Posted by: Karlee A. Turner | January 21, 2013

21st January [1859 and 1861]

Mary Brewster did not make a journal entries from January 19-22, 1848.

Mary Lawrence, [Fri.] JANUARY 21 [1859]: “Today we went onshore and had a picnic: Captain Weeks, his wife, and two children; Samuel, Minnie, and myself; and Captain May and son. Started about nine o’clock in the morning. We took our steward with us, and Captain Weeks took his cook. Carried bread, crackers, cake, cookies, and pies with us. After we arrived there, kindled a fire and made a quahog chowder and stewed some birds for dinner. We had plenty of coffee and beer also. The captains went a little farther up the lagoon seining for fish. Their seine [a type of fishing net] was too short so that most of the fish escaped. We had an abundance of oysters all around us growing on the trees, and the empty shells on all sides of us would show that we did them ample justice. We would have a tree cut down and thrown across the fire until the oysters were sufficiently roasted, then take the tree off and commence operations, each child having a separate fire and roasting her own oysters. It was a pleasant day of their lives and one long to be remembered. It is barren country, nothing growing except sand flowers, which were very pretty, and cactus plants. The children succeeded in making very pretty wreaths to adorn their heads, even in such a barren place.     The tide went down about noon very suddenly in the lagoon where we were, leaving the boats high and dry about two miles [from] the channel, so that we made up our minds to have a stay very late, perhaps the most of the night. So we prepared ourselves accordingly; had a boat sail put up for a tent in the morning to protect us from the sun. We sent the men out to get a good supply of wood, and such a roaring fire as we had — it reminded us of the big logs and large fireplaces of old-fashioned days. We wrapped ourselves up in boat sails, colors, and tablecloths and were as comfortable as need be, though we thought our home friends would think we looked rather dubious, had they seen us, with no prospect of getting off until the rise of the tide with those children, seven or eight miles from the ship.     About 9 P.M. we found that the boats would float. Soon after, the moon rose and we started off; had a delightful sail by moonlight and arrived at the ship about half-past ten. On our arrival we were very happy to hear that our boats had taken a whale. We all decided that after having such a pleasant time that we must try it again before we leave the bay.”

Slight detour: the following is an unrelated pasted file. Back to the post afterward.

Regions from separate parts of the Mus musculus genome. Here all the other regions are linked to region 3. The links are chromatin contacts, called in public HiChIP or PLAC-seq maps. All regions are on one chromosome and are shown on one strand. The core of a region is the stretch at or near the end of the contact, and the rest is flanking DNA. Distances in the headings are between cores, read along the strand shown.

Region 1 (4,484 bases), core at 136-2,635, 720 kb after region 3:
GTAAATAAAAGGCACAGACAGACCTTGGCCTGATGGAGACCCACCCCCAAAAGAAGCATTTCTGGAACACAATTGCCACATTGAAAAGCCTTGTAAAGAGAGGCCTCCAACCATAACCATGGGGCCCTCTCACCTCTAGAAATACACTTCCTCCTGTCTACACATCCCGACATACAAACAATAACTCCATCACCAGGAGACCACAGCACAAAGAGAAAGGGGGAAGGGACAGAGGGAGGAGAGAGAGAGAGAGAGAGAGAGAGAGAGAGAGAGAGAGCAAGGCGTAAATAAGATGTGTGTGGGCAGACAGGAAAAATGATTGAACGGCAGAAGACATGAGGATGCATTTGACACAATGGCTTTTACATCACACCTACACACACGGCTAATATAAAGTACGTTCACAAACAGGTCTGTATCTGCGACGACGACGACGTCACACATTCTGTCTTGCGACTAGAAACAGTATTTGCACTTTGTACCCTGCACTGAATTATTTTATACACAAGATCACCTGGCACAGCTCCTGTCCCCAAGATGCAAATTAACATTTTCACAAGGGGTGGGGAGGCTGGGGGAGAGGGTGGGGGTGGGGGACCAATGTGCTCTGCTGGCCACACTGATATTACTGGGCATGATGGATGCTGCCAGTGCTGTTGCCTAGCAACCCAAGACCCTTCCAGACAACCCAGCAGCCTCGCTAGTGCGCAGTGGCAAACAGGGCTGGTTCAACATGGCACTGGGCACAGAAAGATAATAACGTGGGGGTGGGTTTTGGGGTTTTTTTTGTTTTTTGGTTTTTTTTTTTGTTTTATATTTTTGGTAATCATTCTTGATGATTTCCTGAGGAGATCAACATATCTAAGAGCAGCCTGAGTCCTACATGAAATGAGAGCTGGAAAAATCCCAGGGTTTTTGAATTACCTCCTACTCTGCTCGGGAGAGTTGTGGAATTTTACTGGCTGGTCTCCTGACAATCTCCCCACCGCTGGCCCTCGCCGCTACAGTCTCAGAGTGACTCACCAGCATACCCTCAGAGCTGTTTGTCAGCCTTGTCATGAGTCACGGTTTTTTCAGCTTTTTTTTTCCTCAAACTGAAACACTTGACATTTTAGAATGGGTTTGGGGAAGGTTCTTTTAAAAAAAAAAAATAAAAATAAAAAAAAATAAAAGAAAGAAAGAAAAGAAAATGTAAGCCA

Eliza Williams, [Wed.] January 21st [1861]: “The Men are today cleaning the Ship outside, to paint her.”


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